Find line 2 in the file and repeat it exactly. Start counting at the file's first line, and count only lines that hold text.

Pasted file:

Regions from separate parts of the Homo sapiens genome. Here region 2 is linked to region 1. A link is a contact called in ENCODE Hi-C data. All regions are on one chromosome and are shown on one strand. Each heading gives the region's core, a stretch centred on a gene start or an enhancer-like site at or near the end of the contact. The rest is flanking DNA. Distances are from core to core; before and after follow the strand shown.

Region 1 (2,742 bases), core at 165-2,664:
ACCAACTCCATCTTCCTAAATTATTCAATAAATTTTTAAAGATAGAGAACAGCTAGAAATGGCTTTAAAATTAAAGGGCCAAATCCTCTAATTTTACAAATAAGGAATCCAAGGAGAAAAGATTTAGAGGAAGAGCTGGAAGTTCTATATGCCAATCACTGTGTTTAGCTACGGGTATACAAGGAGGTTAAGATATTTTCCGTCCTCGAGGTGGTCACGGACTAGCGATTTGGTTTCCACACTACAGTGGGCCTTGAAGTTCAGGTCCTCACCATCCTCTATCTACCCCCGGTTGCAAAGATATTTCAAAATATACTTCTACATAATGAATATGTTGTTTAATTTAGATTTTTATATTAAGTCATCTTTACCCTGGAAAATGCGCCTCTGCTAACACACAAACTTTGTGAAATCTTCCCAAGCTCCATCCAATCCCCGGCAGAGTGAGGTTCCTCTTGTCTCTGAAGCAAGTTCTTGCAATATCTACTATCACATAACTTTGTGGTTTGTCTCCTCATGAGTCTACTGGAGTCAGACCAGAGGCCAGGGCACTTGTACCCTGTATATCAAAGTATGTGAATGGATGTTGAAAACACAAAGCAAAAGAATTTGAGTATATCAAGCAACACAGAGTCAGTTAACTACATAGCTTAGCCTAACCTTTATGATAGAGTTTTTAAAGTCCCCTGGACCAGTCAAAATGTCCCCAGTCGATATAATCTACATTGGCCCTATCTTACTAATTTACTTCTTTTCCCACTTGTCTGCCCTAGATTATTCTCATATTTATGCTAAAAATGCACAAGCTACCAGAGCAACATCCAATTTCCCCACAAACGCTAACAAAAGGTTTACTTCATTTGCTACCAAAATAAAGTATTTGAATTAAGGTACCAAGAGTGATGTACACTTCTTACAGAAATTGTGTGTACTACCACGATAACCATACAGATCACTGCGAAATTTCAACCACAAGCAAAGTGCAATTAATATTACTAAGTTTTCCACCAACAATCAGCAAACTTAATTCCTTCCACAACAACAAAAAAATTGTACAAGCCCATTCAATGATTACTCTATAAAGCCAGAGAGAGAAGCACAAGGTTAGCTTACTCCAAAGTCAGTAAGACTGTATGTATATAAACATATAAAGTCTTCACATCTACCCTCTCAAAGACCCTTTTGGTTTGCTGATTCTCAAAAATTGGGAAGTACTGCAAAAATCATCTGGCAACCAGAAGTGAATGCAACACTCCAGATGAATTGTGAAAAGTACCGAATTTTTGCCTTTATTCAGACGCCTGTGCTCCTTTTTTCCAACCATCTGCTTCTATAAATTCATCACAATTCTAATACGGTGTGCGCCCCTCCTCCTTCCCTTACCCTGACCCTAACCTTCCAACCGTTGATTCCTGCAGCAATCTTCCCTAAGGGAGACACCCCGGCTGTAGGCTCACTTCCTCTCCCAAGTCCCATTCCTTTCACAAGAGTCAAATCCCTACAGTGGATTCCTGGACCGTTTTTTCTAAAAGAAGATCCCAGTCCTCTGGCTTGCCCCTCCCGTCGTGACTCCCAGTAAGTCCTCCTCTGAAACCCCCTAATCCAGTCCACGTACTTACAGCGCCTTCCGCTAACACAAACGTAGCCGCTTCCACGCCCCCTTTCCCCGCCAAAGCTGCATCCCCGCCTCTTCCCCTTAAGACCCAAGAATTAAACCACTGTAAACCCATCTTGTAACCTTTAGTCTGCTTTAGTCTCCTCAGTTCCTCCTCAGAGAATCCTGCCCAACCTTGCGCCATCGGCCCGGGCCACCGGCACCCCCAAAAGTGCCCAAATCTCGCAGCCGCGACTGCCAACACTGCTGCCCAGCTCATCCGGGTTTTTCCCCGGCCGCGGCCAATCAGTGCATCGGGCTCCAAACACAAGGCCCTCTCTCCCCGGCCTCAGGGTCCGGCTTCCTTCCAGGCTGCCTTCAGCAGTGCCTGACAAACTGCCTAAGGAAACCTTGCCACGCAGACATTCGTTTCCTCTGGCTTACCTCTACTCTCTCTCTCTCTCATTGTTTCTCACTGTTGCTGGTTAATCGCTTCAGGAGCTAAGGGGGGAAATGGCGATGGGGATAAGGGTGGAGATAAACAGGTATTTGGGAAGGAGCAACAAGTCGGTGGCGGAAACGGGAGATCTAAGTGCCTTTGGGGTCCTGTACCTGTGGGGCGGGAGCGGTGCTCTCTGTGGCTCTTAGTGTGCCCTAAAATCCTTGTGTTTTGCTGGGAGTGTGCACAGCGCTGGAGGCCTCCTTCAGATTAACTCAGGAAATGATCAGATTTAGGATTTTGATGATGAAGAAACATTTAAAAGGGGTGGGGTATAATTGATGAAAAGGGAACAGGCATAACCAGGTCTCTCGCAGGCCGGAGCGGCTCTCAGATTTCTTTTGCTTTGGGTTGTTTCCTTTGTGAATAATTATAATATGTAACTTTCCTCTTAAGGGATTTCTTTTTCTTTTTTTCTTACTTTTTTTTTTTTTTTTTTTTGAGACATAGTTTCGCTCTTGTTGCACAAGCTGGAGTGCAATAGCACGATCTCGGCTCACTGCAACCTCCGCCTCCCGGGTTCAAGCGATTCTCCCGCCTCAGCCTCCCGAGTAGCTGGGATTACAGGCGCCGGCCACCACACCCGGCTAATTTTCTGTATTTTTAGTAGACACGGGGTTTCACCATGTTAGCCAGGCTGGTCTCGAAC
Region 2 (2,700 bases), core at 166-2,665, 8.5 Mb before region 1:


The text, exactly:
Region 1 (2,742 bases), core at 165-2,664: